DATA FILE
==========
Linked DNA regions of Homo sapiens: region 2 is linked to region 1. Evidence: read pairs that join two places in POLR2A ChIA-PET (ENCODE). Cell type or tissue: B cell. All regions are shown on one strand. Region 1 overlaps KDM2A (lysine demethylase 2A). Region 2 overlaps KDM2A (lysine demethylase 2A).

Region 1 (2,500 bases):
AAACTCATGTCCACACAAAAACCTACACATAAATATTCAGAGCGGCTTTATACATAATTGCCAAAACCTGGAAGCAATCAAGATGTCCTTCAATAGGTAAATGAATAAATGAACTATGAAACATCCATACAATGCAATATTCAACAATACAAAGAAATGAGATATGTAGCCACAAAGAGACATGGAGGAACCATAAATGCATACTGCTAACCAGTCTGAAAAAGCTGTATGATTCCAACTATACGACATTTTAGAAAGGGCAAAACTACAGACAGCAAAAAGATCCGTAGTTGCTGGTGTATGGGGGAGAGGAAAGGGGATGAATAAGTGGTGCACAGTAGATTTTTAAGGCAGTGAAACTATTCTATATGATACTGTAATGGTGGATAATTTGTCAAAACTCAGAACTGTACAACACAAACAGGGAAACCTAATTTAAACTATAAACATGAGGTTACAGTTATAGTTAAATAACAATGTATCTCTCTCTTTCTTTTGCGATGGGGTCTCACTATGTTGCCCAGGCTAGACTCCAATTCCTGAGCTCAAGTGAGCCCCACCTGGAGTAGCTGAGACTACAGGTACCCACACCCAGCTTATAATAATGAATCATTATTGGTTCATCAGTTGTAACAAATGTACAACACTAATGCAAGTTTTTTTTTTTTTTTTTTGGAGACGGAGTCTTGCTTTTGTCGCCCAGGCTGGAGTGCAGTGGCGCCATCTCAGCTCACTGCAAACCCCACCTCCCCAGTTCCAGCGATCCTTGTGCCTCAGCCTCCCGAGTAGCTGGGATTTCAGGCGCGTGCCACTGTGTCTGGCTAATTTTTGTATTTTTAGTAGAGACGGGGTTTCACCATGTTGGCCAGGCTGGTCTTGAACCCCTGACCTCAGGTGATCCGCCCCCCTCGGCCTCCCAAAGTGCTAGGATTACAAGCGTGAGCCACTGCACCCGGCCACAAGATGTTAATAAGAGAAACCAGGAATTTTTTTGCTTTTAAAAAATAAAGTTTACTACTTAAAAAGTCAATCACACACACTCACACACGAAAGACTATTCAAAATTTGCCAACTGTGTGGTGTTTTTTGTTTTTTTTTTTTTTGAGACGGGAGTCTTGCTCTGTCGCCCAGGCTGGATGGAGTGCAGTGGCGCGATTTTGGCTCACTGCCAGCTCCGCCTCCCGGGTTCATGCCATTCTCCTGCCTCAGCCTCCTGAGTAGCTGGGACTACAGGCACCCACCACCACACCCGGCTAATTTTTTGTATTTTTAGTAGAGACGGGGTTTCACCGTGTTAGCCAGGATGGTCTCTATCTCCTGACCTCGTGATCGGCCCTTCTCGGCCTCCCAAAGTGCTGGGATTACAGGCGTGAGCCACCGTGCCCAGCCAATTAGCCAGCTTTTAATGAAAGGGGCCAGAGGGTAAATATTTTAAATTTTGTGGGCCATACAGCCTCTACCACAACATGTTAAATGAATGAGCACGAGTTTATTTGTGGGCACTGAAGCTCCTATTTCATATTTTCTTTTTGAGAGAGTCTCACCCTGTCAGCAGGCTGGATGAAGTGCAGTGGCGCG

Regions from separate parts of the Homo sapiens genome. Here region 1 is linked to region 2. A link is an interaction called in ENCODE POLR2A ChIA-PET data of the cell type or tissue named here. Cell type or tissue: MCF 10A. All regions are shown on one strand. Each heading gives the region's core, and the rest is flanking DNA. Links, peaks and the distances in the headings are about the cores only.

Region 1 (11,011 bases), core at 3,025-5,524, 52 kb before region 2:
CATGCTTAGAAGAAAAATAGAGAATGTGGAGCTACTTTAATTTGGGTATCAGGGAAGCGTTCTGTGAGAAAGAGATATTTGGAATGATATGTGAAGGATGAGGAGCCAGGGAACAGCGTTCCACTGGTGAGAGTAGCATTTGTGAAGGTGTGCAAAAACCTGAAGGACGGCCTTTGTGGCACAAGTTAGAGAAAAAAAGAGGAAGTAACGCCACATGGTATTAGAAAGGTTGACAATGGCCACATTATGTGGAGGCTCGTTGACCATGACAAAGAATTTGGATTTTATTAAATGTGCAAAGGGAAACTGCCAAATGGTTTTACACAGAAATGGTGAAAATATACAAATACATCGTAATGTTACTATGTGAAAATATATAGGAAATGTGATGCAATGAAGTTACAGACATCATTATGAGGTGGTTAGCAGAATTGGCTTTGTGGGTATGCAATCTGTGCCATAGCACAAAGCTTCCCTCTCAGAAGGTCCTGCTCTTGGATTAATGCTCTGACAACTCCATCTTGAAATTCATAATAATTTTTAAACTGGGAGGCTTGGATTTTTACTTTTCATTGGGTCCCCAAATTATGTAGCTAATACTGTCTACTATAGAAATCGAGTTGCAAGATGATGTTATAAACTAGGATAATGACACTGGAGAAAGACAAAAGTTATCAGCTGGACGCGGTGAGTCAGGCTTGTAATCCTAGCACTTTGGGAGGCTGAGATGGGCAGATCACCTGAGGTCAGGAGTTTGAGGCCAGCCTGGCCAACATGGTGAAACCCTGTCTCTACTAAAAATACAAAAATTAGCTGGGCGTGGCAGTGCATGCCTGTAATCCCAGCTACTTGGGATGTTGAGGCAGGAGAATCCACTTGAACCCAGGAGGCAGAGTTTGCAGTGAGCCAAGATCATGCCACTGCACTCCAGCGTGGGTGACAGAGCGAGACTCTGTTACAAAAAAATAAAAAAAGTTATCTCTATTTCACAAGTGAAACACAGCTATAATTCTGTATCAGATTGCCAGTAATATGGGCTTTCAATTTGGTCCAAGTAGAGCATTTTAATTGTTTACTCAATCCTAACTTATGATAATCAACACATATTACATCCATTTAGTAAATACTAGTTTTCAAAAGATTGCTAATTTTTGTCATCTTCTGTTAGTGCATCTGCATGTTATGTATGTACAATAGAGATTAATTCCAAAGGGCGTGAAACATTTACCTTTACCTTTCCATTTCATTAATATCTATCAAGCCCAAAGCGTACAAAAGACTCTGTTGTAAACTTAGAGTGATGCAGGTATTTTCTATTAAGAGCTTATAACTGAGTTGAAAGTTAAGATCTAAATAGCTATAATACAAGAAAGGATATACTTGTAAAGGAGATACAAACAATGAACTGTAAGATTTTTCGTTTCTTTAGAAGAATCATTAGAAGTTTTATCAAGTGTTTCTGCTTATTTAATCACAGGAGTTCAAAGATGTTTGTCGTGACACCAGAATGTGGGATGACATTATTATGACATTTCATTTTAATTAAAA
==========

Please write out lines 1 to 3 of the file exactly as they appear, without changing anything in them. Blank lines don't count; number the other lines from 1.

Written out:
Linked DNA regions of Homo sapiens: region 2 is linked to region 1. Evidence: read pairs that join two places in POLR2A ChIA-PET (ENCODE). Cell type or tissue: B cell. All regions are shown on one strand. Region 1 overlaps KDM2A (lysine demethylase 2A). Region 2 overlaps KDM2A (lysine demethylase 2A).

Region 1 (2,500 bases):
AAACTCATGTCCACACAAAAACCTACACATAAATATTCAGAGCGGCTTTATACATAATTGCCAAAACCTGGAAGCAATCAAGATGTCCTTCAATAGGTAAATGAATAAATGAACTATGAAACATCCATACAATGCAATATTCAACAATACAAAGAAATGAGATATGTAGCCACAAAGAGACATGGAGGAACCATAAATGCATACTGCTAACCAGTCTGAAAAAGCTGTATGATTCCAACTATACGACATTTTAGAAAGGGCAAAACTACAGACAGCAAAAAGATCCGTAGTTGCTGGTGTATGGGGGAGAGGAAAGGGGATGAATAAGTGGTGCACAGTAGATTTTTAAGGCAGTGAAACTATTCTATATGATACTGTAATGGTGGATAATTTGTCAAAACTCAGAACTGTACAACACAAACAGGGAAACCTAATTTAAACTATAAACATGAGGTTACAGTTATAGTTAAATAACAATGTATCTCTCTCTTTCTTTTGCGATGGGGTCTCACTATGTTGCCCAGGCTAGACTCCAATTCCTGAGCTCAAGTGAGCCCCACCTGGAGTAGCTGAGACTACAGGTACCCACACCCAGCTTATAATAATGAATCATTATTGGTTCATCAGTTGTAACAAATGTACAACACTAATGCAAGTTTTTTTTTTTTTTTTTTGGAGACGGAGTCTTGCTTTTGTCGCCCAGGCTGGAGTGCAGTGGCGCCATCTCAGCTCACTGCAAACCCCACCTCCCCAGTTCCAGCGATCCTTGTGCCTCAGCCTCCCGAGTAGCTGGGATTTCAGGCGCGTGCCACTGTGTCTGGCTAATTTTTGTATTTTTAGTAGAGACGGGGTTTCACCATGTTGGCCAGGCTGGTCTTGAACCCCTGACCTCAGGTGATCCGCCCCCCTCGGCCTCCCAAAGTGCTAGGATTACAAGCGTGAGCCACTGCACCCGGCCACAAGATGTTAATAAGAGAAACCAGGAATTTTTTTGCTTTTAAAAAATAAAGTTTACTACTTAAAAAGTCAATCACACACACTCACACACGAAAGACTATTCAAAATTTGCCAACTGTGTGGTGTTTTTTGTTTTTTTTTTTTTTGAGACGGGAGTCTTGCTCTGTCGCCCAGGCTGGATGGAGTGCAGTGGCGCGATTTTGGCTCACTGCCAGCTCCGCCTCCCGGGTTCATGCCATTCTCCTGCCTCAGCCTCCTGAGTAGCTGGGACTACAGGCACCCACCACCACACCCGGCTAATTTTTTGTATTTTTAGTAGAGACGGGGTTTCACCGTGTTAGCCAGGATGGTCTCTATCTCCTGACCTCGTGATCGGCCCTTCTCGGCCTCCCAAAGTGCTGGGATTACAGGCGTGAGCCACCGTGCCCAGCCAATTAGCCAGCTTTTAATGAAAGGGGCCAGAGGGTAAATATTTTAAATTTTGTGGGCCATACAGCCTCTACCACAACATGTTAAATGAATGAGCACGAGTTTATTTGTGGGCACTGAAGCTCCTATTTCATATTTTCTTTTTGAGAGAGTCTCACCCTGTCAGCAGGCTGGATGAAGTGCAGTGGCGCG